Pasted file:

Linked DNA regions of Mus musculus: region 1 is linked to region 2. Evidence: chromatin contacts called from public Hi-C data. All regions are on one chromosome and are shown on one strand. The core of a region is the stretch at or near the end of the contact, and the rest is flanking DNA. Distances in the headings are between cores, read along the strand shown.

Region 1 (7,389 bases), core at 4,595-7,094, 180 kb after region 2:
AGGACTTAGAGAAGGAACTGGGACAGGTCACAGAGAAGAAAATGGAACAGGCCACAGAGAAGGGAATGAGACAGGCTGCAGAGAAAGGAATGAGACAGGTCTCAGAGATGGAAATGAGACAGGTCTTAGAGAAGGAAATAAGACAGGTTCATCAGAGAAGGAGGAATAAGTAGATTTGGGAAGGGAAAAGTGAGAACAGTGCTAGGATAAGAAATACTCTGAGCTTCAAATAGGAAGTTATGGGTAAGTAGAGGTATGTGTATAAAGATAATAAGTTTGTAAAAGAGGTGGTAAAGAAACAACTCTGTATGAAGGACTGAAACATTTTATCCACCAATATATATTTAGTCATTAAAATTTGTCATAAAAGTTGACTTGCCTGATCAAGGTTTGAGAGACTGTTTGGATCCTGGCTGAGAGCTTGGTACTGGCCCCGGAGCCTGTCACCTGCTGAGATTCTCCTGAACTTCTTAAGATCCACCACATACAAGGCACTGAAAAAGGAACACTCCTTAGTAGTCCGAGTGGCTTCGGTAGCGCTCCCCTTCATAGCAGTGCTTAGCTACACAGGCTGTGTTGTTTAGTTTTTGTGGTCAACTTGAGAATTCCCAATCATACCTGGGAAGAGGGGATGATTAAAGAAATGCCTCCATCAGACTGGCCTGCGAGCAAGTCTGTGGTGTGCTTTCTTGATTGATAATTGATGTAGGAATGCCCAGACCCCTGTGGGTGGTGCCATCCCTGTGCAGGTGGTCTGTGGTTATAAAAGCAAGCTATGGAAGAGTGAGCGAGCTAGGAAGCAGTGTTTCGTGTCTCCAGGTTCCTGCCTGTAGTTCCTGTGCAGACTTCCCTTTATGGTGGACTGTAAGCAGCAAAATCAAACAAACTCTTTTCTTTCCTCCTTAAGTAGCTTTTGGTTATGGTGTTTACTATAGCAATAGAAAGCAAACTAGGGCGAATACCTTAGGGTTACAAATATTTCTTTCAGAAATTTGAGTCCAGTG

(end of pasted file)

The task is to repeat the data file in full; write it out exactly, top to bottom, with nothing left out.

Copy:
Linked DNA regions of Mus musculus: region 1 is linked to region 2. Evidence: chromatin contacts called from public Hi-C data. All regions are on one chromosome and are shown on one strand. The core of a region is the stretch at or near the end of the contact, and the rest is flanking DNA. Distances in the headings are between cores, read along the strand shown.

Region 1 (7,389 bases), core at 4,595-7,094, 180 kb after region 2:
AGGACTTAGAGAAGGAACTGGGACAGGTCACAGAGAAGAAAATGGAACAGGCCACAGAGAAGGGAATGAGACAGGCTGCAGAGAAAGGAATGAGACAGGTCTCAGAGATGGAAATGAGACAGGTCTTAGAGAAGGAAATAAGACAGGTTCATCAGAGAAGGAGGAATAAGTAGATTTGGGAAGGGAAAAGTGAGAACAGTGCTAGGATAAGAAATACTCTGAGCTTCAAATAGGAAGTTATGGGTAAGTAGAGGTATGTGTATAAAGATAATAAGTTTGTAAAAGAGGTGGTAAAGAAACAACTCTGTATGAAGGACTGAAACATTTTATCCACCAATATATATTTAGTCATTAAAATTTGTCATAAAAGTTGACTTGCCTGATCAAGGTTTGAGAGACTGTTTGGATCCTGGCTGAGAGCTTGGTACTGGCCCCGGAGCCTGTCACCTGCTGAGATTCTCCTGAACTTCTTAAGATCCACCACATACAAGGCACTGAAAAAGGAACACTCCTTAGTAGTCCGAGTGGCTTCGGTAGCGCTCCCCTTCATAGCAGTGCTTAGCTACACAGGCTGTGTTGTTTAGTTTTTGTGGTCAACTTGAGAATTCCCAATCATACCTGGGAAGAGGGGATGATTAAAGAAATGCCTCCATCAGACTGGCCTGCGAGCAAGTCTGTGGTGTGCTTTCTTGATTGATAATTGATGTAGGAATGCCCAGACCCCTGTGGGTGGTGCCATCCCTGTGCAGGTGGTCTGTGGTTATAAAAGCAAGCTATGGAAGAGTGAGCGAGCTAGGAAGCAGTGTTTCGTGTCTCCAGGTTCCTGCCTGTAGTTCCTGTGCAGACTTCCCTTTATGGTGGACTGTAAGCAGCAAAATCAAACAAACTCTTTTCTTTCCTCCTTAAGTAGCTTTTGGTTATGGTGTTTACTATAGCAATAGAAAGCAAACTAGGGCGAATACCTTAGGGTTACAAATATTTCTTTCAGAAATTTGAGTCCAGTG